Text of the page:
Abraham Lincoln (1), Ulysses S. Grant (2), Robert E. Lee (4), and Thomas J. Stonewall" Jackson (20) are some of the Civil War's legendary figures that form a veritable who's who of American history. The Civil War 100,
the newest addition to the Citadel Press "100" series, offers a provocative discussion of the most significant persons in America's bloodiest war. The selections and their rankings are sure to generate controversy among Civil War buffs and general readers alike.
From 1861 to 1865, over six hundred thousand Americans died for a cause that they believed worthy of the ultimate sacrifice. In the end armed might restored the Union, but the war also altered the nation's political, social, and cultural landscape. Government became much more directly involved in the lives of its citizens. The stunning photographs of Mathew Brady (34) forever changed the way the American public saw war; and much of the finest poetry of Walt Whitman (69) stemmed from his wartime observations. Slavery was abolished, and the rights of male citizens, regardless of color, were constitutionally guaranteed. Women broke barriers by becoming nurses and challenging assumptions about their "place."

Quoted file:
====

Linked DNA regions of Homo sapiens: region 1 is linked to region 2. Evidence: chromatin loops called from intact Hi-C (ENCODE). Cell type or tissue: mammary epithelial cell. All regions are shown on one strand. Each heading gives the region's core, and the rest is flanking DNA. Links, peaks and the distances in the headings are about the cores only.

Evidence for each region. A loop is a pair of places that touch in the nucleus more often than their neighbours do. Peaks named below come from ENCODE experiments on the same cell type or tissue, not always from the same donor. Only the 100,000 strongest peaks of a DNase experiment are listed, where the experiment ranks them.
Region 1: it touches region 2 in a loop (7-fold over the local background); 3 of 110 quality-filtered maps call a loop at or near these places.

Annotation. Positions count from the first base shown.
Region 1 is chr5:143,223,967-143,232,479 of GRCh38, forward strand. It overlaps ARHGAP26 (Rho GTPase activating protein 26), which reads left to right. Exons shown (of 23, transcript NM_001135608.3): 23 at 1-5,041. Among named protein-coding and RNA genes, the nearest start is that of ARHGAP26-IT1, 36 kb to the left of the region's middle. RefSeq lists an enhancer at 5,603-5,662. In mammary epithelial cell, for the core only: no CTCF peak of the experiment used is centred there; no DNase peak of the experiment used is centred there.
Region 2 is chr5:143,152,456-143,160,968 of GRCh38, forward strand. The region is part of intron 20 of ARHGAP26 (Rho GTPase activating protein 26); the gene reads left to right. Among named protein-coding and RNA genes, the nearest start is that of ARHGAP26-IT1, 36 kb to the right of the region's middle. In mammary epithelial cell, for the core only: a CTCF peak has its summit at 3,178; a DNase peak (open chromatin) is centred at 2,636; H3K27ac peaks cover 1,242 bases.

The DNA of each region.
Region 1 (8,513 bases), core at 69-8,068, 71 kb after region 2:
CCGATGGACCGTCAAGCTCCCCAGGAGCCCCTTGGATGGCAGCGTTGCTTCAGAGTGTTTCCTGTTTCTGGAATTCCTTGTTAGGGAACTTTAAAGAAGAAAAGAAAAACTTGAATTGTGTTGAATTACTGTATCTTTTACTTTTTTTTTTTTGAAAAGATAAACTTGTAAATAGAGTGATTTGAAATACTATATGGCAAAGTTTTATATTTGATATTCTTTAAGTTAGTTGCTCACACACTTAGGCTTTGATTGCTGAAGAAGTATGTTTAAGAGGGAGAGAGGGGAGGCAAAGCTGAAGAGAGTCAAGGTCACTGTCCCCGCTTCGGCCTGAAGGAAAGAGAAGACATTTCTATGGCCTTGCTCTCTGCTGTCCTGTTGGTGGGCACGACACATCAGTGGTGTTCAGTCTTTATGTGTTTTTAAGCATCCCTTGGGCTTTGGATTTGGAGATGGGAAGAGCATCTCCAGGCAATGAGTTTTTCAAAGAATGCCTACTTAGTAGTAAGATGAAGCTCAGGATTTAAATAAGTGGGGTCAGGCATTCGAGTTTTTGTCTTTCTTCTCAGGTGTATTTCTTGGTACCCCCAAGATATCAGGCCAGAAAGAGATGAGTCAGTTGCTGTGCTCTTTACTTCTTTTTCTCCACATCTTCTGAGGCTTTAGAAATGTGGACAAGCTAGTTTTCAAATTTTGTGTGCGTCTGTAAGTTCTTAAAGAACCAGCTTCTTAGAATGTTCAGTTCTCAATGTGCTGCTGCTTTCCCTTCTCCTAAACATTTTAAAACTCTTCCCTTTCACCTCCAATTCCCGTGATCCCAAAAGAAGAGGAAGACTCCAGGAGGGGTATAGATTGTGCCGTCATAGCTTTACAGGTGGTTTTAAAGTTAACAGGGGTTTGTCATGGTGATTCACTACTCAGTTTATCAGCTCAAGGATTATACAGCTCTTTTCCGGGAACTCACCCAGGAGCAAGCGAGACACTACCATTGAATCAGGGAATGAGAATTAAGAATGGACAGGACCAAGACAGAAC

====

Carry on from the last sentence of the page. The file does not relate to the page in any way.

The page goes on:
The war was peopled by an intriguing mix of soldiers, sailors, politicians, reformers, writers, bankers, and activists. Some were heroes, and others rogues. Many like William T. Sherman (3), leader of the "March to the Sea" through Georgia, and John Brown (14), whose raid on the federal arsenal at Harpers Ferry
helped spark the war, will be familiar, but other less famous persons—like Justin Morrill (83), founder of the nation's land grant colleges; Gail Borden (96), developer of condensed milk; or Mary ("Mother") Bickerdyke (90), the only woman the irascible Sherman allowed into his army's hospitals—will alternately delight and captivate the reader with their saga of successes and failures.
Who was more important? Grant or Lee? Would a president other than Jefferson Davis (5) have better served the Confederacy? Most important, how does someone like novelist Harriet Beecher Stowe (15) rank beside Union commander George McClellan (7)? The answers to these and other questions will challenge, surprise, and entertain you.
The Civil War 100 is profusely illustrated and will enlighten the casual reader and lay experts alike. Maps guide readers through the conflict's major campaigns, and over one hundred contemporary photographs and illustrations help bring to life the men and women of America's greatest conflict. An Honorable Mentions section brings to the fore those individuals who did not quite make the author's list, but who may be on yours.
Robert Wooster received his Ph.D. from the University of Texas. He is the author of several books, articles, and reviews on nineteenth-century American history. Wooster is currently professor of history and chairman of the department of humanities at Texas A&M University-Corpus Christi. He frequently lectures on Texas history, the wars against the Indians, and the Civil War, and is currently at work on a book of must-read Civil War books. He lives in Corpus Christi.